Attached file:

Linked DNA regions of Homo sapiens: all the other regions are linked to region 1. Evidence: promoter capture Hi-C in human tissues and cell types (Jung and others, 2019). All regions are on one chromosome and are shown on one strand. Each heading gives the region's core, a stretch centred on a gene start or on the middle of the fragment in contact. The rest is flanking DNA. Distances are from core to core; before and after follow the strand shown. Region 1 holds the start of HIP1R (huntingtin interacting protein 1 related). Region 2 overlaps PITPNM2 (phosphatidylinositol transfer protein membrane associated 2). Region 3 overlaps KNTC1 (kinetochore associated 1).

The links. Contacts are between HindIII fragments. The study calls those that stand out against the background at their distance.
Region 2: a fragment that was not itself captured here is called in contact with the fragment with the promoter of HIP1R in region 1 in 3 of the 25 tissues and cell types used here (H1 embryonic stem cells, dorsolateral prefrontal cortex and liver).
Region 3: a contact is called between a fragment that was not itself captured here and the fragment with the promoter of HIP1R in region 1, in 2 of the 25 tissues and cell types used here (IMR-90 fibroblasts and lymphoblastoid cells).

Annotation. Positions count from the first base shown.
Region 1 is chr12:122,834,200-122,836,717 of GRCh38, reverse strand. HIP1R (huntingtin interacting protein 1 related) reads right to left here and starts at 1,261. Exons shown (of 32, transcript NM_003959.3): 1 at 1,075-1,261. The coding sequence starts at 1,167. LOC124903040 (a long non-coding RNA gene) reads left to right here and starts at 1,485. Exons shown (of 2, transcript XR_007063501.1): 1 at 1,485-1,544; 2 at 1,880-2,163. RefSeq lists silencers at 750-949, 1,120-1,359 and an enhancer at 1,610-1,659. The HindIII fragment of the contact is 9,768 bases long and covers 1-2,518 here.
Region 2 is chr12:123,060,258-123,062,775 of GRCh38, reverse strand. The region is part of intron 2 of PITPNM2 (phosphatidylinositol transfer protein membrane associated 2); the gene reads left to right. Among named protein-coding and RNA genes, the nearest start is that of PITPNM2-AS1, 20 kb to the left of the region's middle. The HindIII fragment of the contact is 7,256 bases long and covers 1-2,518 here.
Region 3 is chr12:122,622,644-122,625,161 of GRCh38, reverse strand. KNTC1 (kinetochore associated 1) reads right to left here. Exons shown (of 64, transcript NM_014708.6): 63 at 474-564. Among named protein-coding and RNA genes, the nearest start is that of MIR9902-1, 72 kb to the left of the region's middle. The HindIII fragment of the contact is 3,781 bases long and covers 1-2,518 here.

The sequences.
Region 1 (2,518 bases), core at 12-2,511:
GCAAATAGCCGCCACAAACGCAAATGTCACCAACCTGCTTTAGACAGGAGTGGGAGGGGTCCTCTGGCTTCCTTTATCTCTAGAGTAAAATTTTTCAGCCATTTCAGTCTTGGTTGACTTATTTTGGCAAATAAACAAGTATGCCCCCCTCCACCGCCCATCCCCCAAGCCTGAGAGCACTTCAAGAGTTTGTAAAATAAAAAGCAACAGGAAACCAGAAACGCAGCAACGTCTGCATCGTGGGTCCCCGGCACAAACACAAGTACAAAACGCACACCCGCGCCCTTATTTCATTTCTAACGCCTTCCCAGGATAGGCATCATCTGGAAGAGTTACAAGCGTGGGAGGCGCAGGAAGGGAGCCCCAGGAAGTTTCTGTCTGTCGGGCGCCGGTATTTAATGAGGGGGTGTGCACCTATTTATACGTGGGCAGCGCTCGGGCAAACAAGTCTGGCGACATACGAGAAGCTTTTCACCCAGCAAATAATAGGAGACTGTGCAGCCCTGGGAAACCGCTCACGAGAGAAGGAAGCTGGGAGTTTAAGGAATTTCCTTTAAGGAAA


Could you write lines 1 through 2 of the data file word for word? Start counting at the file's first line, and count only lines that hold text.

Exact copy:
Linked DNA regions of Homo sapiens: all the other regions are linked to region 1. Evidence: promoter capture Hi-C in human tissues and cell types (Jung and others, 2019). All regions are on one chromosome and are shown on one strand. Each heading gives the region's core, a stretch centred on a gene start or on the middle of the fragment in contact. The rest is flanking DNA. Distances are from core to core; before and after follow the strand shown. Region 1 holds the start of HIP1R (huntingtin interacting protein 1 related). Region 2 overlaps PITPNM2 (phosphatidylinositol transfer protein membrane associated 2). Region 3 overlaps KNTC1 (kinetochore associated 1).

The links. Contacts are between HindIII fragments. The study calls those that stand out against the background at their distance.